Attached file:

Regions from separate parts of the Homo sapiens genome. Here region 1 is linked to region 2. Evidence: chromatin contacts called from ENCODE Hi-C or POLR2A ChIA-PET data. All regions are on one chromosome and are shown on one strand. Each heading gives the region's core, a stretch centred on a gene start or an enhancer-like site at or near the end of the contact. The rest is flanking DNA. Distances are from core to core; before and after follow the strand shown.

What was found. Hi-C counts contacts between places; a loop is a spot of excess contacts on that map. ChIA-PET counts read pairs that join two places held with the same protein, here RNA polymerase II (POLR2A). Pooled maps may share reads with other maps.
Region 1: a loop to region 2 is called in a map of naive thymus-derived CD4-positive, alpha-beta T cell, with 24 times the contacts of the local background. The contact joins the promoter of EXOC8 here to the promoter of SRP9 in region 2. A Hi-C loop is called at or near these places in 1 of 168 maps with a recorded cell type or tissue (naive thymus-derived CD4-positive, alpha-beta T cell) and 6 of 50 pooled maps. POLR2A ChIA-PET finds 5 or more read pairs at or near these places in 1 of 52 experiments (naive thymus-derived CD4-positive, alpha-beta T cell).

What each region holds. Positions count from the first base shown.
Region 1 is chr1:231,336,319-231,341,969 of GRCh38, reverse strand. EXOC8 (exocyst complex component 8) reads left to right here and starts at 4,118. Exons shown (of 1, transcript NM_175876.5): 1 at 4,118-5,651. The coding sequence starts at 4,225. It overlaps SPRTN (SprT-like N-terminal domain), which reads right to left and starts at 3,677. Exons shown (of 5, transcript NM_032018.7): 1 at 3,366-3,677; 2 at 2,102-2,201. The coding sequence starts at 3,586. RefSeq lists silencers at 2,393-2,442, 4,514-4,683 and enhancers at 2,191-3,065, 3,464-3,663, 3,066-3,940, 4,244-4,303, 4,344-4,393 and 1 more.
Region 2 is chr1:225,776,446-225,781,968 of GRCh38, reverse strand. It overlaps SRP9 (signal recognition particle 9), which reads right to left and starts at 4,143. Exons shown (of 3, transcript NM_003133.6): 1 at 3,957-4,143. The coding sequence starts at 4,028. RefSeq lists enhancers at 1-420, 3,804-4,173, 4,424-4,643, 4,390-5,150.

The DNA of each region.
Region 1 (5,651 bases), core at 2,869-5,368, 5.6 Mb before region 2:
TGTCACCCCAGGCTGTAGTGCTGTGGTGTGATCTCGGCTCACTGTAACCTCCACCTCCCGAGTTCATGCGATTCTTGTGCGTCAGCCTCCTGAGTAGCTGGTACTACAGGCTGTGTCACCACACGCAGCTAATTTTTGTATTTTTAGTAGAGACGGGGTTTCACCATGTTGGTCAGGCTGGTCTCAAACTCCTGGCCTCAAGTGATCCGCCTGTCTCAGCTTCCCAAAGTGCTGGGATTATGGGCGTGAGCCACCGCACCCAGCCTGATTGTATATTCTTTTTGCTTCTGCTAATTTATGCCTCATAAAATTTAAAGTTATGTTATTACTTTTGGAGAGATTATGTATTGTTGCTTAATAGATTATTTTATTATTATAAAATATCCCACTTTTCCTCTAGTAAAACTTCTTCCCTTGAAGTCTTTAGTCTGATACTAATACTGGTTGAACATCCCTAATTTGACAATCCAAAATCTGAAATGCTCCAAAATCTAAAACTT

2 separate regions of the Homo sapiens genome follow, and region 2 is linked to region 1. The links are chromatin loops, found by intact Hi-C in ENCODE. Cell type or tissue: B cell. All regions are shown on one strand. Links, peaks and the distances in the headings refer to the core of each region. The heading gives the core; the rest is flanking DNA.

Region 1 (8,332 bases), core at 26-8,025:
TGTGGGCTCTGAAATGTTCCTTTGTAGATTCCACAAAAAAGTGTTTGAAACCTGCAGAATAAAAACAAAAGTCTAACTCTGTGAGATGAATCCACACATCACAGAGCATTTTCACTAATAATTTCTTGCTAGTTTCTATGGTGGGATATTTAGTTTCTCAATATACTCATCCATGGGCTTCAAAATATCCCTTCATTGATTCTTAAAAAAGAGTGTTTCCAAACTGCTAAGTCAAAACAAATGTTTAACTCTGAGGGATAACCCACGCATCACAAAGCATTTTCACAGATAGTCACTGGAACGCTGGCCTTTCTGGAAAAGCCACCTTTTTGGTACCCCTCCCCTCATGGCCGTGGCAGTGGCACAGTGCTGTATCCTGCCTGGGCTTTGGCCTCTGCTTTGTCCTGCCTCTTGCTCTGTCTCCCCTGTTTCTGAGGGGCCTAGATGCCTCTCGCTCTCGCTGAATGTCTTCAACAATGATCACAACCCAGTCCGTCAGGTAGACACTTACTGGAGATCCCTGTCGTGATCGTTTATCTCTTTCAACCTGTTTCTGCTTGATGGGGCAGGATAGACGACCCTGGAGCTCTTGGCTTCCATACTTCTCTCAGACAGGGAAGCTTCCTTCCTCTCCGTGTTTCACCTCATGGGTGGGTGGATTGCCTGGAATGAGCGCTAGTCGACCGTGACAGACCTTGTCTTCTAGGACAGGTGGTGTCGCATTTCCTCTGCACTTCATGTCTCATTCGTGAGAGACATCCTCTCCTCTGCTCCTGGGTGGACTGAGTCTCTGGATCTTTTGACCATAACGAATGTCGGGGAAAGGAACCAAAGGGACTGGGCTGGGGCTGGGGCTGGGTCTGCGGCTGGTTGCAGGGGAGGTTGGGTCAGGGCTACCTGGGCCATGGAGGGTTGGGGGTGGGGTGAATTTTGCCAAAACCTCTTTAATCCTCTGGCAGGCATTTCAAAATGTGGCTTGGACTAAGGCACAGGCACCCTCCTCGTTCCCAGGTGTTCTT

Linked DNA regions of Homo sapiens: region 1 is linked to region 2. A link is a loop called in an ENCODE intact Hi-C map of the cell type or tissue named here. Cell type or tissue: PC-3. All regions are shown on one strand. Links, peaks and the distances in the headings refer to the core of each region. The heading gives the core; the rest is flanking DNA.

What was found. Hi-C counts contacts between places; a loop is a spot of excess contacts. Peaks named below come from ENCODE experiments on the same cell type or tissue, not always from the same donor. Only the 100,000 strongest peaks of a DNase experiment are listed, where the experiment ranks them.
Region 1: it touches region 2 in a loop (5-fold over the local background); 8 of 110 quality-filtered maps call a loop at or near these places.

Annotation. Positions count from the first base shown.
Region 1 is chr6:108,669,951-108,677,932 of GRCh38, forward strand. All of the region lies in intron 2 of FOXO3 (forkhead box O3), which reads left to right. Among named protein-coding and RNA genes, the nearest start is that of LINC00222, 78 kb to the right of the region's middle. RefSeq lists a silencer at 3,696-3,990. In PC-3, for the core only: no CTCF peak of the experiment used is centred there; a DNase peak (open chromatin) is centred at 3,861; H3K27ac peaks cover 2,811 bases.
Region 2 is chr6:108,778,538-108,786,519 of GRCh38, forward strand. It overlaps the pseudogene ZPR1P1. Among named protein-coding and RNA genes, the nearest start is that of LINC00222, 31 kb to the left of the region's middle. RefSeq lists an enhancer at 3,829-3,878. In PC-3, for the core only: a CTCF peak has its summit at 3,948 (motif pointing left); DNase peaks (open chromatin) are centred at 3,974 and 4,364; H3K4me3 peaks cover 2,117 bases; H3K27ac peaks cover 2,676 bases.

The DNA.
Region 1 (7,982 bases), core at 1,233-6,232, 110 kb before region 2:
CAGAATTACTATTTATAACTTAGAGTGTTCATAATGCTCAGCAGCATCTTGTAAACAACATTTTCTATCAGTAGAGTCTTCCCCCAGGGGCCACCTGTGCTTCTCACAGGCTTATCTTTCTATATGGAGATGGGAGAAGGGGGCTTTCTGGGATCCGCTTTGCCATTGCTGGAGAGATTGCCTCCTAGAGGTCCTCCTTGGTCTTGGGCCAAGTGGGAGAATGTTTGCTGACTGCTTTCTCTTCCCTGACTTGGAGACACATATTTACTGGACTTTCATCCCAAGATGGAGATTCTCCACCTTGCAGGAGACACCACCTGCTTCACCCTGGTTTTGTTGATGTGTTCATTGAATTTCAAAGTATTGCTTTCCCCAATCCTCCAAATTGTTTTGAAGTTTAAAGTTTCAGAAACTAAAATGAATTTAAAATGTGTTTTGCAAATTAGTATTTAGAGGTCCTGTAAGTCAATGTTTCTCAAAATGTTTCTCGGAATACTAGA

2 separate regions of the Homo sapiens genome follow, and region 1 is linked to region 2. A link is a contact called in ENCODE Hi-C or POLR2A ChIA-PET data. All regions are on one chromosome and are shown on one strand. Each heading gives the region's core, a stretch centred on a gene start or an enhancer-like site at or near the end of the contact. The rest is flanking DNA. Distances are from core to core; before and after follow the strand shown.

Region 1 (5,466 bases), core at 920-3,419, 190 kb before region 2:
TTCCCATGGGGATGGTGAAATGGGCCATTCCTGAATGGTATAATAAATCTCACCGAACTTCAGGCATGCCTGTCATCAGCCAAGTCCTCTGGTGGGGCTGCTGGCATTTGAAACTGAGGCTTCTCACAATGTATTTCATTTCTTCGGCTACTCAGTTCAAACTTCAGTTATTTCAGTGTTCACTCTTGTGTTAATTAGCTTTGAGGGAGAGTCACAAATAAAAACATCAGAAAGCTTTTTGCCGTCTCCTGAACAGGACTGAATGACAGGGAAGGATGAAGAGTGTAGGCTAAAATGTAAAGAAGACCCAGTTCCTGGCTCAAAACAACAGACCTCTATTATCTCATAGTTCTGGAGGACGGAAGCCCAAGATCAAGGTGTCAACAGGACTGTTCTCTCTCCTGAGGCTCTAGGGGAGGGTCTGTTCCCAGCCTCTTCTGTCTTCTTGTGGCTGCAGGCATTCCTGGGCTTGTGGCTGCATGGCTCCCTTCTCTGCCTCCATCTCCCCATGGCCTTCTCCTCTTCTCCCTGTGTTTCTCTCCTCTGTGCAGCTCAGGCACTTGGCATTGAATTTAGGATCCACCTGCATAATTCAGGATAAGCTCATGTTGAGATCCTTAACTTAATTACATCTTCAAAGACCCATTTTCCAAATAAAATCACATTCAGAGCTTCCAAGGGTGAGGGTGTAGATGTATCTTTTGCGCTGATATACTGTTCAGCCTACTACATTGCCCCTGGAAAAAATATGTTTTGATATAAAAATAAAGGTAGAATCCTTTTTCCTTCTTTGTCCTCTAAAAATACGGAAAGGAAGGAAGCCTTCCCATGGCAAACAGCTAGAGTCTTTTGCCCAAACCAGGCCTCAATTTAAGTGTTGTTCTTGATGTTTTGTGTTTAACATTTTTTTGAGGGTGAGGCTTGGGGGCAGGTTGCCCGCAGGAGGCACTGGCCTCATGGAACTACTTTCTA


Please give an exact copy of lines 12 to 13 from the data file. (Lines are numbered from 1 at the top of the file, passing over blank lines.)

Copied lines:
TGTGGGCTCTGAAATGTTCCTTTGTAGATTCCACAAAAAAGTGTTTGAAACCTGCAGAATAAAAACAAAAGTCTAACTCTGTGAGATGAATCCACACATCACAGAGCATTTTCACTAATAATTTCTTGCTAGTTTCTATGGTGGGATATTTAGTTTCTCAATATACTCATCCATGGGCTTCAAAATATCCCTTCATTGATTCTTAAAAAAGAGTGTTTCCAAACTGCTAAGTCAAAACAAATGTTTAACTCTGAGGGATAACCCACGCATCACAAAGCATTTTCACAGATAGTCACTGGAACGCTGGCCTTTCTGGAAAAGCCACCTTTTTGGTACCCCTCCCCTCATGGCCGTGGCAGTGGCACAGTGCTGTATCCTGCCTGGGCTTTGGCCTCTGCTTTGTCCTGCCTCTTGCTCTGTCTCCCCTGTTTCTGAGGGGCCTAGATGCCTCTCGCTCTCGCTGAATGTCTTCAACAATGATCACAACCCAGTCCGTCAGGTAGACACTTACTGGAGATCCCTGTCGTGATCGTTTATCTCTTTCAACCTGTTTCTGCTTGATGGGGCAGGATAGACGACCCTGGAGCTCTTGGCTTCCATACTTCTCTCAGACAGGGAAGCTTCCTTCCTCTCCGTGTTTCACCTCATGGGTGGGTGGATTGCCTGGAATGAGCGCTAGTCGACCGTGACAGACCTTGTCTTCTAGGACAGGTGGTGTCGCATTTCCTCTGCACTTCATGTCTCATTCGTGAGAGACATCCTCTCCTCTGCTCCTGGGTGGACTGAGTCTCTGGATCTTTTGACCATAACGAATGTCGGGGAAAGGAACCAAAGGGACTGGGCTGGGGCTGGGGCTGGGTCTGCGGCTGGTTGCAGGGGAGGTTGGGTCAGGGCTACCTGGGCCATGGAGGGTTGGGGGTGGGGTGAATTTTGCCAAAACCTCTTTAATCCTCTGGCAGGCATTTCAAAATGTGGCTTGGACTAAGGCACAGGCACCCTCCTCGTTCCCAGGTGTTCTT

Linked DNA regions of Homo sapiens: region 1 is linked to region 2. A link is a loop called in an ENCODE intact Hi-C map of the cell type or tissue named here. Cell type or tissue: PC-3. All regions are shown on one strand. Links, peaks and the distances in the headings refer to the core of each region. The heading gives the core; the rest is flanking DNA.